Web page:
NOTE: This analysis has been updated to reflect the specific proposal released by Governor Parson on August 22, 2022.
A PDF of the earlier version (based on the outline of the proposal the Governor had described in June) can be found at the bottom of this page.
Governor Parson’s recently released tax proposal would leave out about one-third of Missourians, including many of those who pay the highest proportion of their income in state & local taxes, and set the state up for a Kansas-like budget bomb that would require significant cuts to schools, public safety, healthcare, and other critical needs.
In addition to renewing several agricultural tax credits, the plan would:
- Reduce the top rate of income tax from the current 5.3% to 4.8%.
- Increase the standard deduction by $2,000 for single filers and $4,000 for joint filers.
- Eliminate the first tax bracket – essentially exempting the first $1,000 of income from tax.
The proposal’s income tax changes would reduce state general revenue by more than $950 million annually.
- In context, that amount is nearly 27% of the state funding formula for local schools.
- This decrease in state general revenue coupled with the loss of one-time federal funds would make it extremely difficult for lawmakers to fully fund schools, public safety, healthcare, and other critical needs.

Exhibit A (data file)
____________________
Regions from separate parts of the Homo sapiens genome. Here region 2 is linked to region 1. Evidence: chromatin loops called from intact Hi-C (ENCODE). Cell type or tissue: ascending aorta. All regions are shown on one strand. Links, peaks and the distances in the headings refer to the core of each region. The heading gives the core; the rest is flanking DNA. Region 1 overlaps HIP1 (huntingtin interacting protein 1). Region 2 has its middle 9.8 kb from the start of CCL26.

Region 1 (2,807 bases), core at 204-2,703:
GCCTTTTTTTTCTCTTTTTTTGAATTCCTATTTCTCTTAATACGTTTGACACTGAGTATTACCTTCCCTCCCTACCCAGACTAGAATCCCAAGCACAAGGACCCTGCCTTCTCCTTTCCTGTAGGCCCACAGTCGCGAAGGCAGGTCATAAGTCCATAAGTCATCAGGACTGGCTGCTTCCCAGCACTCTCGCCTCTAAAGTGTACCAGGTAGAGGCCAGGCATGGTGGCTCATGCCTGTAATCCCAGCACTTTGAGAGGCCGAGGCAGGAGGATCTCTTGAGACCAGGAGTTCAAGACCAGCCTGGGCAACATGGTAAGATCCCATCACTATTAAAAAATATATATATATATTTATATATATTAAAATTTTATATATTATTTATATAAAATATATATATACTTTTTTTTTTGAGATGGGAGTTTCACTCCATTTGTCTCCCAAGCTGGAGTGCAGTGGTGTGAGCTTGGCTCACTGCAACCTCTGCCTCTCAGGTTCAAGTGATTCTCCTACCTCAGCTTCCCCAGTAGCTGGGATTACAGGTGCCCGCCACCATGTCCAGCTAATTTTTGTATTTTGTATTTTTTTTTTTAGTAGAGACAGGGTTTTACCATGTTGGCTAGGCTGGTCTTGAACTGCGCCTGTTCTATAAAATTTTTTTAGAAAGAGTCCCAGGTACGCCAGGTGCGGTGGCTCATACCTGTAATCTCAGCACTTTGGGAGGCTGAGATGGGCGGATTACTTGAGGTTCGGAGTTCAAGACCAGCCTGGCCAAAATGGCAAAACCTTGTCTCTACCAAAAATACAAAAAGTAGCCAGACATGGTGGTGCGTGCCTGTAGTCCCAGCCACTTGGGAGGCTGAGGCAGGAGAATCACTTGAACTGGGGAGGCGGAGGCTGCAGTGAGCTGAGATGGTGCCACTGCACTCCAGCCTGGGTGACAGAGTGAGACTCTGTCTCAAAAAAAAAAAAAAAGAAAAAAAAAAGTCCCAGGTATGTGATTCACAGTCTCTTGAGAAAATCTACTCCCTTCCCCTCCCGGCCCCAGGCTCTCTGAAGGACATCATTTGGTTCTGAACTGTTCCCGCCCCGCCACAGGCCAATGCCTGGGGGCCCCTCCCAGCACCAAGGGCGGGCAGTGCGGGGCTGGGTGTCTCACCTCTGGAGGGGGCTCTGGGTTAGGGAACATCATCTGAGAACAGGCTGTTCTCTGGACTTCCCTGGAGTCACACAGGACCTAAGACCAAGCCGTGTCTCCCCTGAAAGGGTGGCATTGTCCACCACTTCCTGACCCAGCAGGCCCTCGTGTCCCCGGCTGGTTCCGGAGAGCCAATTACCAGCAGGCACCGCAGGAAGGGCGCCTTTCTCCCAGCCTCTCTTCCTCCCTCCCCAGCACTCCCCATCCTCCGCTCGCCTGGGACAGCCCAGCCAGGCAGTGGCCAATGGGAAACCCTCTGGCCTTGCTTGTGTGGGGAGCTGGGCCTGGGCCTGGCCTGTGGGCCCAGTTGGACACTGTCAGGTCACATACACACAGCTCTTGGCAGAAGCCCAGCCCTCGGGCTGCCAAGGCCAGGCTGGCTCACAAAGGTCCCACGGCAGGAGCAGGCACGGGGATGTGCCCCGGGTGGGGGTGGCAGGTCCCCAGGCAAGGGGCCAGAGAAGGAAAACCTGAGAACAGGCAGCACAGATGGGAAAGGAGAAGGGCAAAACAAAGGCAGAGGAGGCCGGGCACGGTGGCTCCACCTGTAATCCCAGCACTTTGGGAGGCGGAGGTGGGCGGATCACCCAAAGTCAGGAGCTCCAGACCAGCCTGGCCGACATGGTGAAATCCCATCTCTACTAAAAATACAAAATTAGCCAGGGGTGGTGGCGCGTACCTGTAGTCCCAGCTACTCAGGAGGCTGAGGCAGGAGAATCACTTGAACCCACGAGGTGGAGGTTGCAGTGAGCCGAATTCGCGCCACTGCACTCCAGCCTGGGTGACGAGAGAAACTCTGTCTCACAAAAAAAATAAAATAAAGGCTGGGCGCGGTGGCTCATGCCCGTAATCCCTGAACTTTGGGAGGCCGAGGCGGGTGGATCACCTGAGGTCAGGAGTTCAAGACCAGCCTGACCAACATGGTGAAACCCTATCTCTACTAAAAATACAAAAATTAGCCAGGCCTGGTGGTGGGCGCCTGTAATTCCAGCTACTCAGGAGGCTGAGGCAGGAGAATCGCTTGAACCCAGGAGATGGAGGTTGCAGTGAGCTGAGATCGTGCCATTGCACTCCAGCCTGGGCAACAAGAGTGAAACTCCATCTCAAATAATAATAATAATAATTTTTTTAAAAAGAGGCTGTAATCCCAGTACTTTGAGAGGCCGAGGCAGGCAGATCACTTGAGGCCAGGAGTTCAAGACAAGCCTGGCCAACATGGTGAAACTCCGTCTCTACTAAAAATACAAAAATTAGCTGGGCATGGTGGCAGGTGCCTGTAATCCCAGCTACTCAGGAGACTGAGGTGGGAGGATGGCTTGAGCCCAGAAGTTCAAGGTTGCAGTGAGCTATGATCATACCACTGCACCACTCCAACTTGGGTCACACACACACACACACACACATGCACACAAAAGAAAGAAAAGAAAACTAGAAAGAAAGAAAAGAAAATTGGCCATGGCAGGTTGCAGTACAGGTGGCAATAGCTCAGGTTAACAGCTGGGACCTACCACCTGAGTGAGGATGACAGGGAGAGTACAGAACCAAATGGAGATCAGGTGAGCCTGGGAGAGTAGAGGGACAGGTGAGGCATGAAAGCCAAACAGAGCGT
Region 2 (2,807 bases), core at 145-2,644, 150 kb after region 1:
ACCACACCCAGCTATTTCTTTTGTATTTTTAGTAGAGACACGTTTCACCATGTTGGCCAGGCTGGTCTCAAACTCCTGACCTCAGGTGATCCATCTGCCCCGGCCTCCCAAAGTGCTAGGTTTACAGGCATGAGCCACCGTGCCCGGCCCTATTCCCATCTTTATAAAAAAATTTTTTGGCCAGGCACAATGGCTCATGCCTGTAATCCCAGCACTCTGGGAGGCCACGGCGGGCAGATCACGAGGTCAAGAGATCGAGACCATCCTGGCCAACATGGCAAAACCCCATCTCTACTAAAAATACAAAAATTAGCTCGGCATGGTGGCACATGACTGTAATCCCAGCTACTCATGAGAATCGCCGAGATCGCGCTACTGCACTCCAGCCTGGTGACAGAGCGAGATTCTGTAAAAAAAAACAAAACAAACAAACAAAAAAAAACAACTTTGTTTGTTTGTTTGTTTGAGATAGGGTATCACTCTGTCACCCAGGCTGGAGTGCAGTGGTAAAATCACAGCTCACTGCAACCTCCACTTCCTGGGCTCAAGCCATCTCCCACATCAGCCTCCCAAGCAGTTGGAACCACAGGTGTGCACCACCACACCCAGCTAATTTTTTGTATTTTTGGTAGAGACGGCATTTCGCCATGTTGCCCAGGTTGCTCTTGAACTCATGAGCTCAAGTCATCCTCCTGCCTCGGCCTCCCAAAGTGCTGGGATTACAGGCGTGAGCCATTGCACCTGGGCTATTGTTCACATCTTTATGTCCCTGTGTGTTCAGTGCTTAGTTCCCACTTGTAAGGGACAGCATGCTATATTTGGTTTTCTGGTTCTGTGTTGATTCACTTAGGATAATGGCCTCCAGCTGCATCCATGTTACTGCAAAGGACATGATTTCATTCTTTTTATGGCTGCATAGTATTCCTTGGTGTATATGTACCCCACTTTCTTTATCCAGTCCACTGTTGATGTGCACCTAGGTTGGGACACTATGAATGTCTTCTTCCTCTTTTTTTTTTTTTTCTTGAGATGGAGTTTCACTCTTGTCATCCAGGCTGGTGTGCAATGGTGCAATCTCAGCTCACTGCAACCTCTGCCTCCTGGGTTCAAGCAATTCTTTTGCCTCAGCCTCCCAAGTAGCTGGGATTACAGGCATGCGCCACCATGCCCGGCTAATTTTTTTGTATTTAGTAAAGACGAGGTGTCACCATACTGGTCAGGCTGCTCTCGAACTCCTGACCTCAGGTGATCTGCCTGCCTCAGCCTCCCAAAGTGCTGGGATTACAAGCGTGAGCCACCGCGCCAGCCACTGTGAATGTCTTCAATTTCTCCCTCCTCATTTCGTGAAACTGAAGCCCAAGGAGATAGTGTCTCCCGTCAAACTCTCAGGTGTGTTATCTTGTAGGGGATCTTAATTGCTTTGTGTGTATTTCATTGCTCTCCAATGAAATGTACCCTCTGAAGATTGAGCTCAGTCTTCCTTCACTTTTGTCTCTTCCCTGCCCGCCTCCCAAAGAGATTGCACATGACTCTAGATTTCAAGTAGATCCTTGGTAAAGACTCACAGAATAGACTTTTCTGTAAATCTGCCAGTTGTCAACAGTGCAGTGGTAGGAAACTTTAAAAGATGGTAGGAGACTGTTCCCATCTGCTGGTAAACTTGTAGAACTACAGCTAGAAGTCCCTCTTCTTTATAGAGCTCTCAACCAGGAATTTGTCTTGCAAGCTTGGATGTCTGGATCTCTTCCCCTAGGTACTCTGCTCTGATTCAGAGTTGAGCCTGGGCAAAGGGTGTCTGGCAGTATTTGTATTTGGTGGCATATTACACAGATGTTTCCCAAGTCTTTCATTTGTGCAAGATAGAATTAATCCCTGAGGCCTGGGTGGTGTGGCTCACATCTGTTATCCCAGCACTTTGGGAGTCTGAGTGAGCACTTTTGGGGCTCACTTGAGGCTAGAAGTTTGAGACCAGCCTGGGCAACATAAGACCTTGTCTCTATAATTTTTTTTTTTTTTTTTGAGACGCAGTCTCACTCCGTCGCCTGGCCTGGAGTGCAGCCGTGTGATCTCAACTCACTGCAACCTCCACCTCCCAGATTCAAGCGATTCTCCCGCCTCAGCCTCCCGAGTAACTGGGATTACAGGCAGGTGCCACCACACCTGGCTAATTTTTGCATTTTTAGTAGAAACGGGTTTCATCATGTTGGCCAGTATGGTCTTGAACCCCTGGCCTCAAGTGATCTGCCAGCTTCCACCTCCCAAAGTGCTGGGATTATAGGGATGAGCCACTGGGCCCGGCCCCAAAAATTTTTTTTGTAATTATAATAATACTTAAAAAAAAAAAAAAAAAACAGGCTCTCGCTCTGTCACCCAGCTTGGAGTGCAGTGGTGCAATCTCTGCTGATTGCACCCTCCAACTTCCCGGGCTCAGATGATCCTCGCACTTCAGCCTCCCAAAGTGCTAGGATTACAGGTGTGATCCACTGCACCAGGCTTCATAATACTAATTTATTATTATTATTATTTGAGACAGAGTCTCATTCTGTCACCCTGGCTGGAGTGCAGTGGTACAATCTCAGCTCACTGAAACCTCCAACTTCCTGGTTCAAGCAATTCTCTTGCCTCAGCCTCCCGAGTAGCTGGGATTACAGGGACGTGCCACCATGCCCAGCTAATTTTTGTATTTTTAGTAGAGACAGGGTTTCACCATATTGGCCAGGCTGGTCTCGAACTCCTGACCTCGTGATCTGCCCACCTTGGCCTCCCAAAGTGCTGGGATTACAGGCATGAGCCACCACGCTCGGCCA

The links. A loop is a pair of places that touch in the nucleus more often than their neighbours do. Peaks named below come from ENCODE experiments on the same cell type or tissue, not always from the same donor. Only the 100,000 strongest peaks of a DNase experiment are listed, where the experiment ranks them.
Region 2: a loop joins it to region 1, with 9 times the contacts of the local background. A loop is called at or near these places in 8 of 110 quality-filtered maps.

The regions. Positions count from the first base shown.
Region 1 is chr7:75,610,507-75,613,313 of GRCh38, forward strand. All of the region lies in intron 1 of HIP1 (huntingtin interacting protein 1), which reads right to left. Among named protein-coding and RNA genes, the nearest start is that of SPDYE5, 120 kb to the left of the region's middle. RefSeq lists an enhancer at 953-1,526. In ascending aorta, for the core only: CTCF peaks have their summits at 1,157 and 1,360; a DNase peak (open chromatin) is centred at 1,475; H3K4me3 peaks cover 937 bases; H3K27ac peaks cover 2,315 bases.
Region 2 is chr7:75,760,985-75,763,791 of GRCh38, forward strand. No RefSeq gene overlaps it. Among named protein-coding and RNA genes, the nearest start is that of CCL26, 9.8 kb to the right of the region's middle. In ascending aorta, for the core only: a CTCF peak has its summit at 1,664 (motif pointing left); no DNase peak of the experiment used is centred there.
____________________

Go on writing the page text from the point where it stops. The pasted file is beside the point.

The proposal is heavily weighted to benefit the wealthiest Missourians and leaves out 33% of Missouri taxpayers entirely – like older Missourians living on fixed incomes and low wage families with children.
- Older Missourians who rely solely on social security income, retired teachers who depend on state pensions, and working families with low-wages may earn too little money to owe income taxes, but they contribute significant portions of their income to state general revenue in sales and property taxes.
- In fact, In Missouri, the lower your earnings, the more you pay in state and local taxes as a share of what you make.
- For those who do get a cut, the wealthiest 1% of Missourians would receive $6,024 on average, while the lowest income Missourians would receive just $11 from the Governor’s proposal.
- The policies would do little to address recent increases in property taxes or higher sales taxes resulting from inflation, both of which have had disproportionate impacts on working families and seniors with fixed incomes.